Sylvain Kalache:
is there anything that OpsVerse is doing or want to do in the future regarding that?

Arul Jegadish Francis:
Yeah, I think when it comes to Private SaaS, the users slash customers do look forward to the vendor for some of these guidelines. So in our case, again, as Michel mentioned, with Private SaaS, since I mean, you still have that observability telemetry coming out and all that. So there’s still that link. And so what we do is we provide enough guidance around how to make this link like as secure as possible, how do we ensure the blast radius is like as minimum as possible, with respect to establishing this link, and with us we do running the opposite software within the

customers customers account. So we do have like set of set of guidelines that we provide our customers around that. And that, yeah, with respect to Private SaaS, this is definitely an expectation from the vendors to help their users out.

Michel Tricot:
Yeah, now, one of the things that you get from from Private SaaS and the reason why people want this type of deployment model is because they’ve already set up good practices internally, if you have to be PCI compliant, you have already hardened your system. And what you want is you want to and in general, it’s not specific systems, it’s, it’s almost like they create the right boundaries, the right observability for any software that gets installed within this type of environment. And that’s the reason why Private SaaS is very appealing to companies, because now, they’ve already proven that the system is safe, and they want to deploy within a safe system. So sometimes our customers are more expert than us in what does it mean, to deploy in a PCI compliant environment because they have it, they have all the security measures in place, and they just know, I can drop the software, and is going to be automatically compliant because it runs in a monitored and secure system.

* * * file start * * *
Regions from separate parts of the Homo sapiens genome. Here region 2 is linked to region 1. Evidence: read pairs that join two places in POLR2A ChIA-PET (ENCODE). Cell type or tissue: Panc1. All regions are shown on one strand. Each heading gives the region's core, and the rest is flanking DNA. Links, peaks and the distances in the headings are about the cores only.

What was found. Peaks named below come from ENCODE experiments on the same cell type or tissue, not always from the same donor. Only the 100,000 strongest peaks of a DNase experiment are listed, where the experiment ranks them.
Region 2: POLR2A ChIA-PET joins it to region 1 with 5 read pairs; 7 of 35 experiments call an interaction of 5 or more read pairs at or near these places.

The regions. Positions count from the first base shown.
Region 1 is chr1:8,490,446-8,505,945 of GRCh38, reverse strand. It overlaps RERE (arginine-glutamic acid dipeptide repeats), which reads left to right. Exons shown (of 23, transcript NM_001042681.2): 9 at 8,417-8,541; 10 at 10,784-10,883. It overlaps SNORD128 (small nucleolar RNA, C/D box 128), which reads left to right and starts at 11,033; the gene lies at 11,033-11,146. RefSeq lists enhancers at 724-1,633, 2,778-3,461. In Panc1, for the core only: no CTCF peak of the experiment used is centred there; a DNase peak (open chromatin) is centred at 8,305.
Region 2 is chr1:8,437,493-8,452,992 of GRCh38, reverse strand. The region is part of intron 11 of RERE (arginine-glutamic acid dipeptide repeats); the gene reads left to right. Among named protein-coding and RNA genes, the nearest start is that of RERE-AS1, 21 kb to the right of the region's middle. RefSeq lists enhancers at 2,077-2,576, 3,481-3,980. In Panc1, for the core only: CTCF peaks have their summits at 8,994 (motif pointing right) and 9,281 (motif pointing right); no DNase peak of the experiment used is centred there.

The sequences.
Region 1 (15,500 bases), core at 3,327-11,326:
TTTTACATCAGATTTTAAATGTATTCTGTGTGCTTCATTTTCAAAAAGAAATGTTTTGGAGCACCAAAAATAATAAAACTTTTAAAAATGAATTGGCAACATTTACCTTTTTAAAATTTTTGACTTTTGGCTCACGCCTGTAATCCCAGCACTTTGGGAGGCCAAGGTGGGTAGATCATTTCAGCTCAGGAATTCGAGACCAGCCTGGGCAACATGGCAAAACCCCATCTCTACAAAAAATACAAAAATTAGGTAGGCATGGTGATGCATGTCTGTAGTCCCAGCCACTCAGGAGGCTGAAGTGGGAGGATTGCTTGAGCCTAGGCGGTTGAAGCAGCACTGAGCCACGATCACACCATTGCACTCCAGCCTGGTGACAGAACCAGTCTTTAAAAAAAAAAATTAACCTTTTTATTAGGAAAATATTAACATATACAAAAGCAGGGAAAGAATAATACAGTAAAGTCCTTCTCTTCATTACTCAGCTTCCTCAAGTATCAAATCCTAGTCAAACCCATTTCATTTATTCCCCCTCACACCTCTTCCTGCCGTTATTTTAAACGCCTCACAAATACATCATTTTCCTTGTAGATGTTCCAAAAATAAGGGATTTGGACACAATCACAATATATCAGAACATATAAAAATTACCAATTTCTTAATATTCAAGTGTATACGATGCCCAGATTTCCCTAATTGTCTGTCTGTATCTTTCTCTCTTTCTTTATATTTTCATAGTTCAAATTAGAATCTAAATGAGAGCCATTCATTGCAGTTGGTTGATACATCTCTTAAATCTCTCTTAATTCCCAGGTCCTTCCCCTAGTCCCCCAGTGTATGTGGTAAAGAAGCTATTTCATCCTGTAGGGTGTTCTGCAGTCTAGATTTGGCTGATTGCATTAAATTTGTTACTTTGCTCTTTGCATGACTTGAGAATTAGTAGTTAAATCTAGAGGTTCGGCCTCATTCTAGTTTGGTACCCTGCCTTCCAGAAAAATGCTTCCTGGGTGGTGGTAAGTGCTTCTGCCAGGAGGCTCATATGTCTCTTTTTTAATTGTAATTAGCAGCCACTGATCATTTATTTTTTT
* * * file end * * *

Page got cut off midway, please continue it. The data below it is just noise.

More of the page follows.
Bart Farrell:
And with that in mind, it’s interesting, because, as you said, Some customers need a little bit of extra support or training. And that’s where you have to have those internal resources to be able to provide that. Do you feel though that there are any particular industries or use cases where Private SaaS is particularly well suited? You know, when we talk about data protection, we’re often speaking about telecommunications, healthcare, you know, government data, things of that nature, obviously, financial services, Arul, are there any particular industries or use cases where you think it’s a better match than others?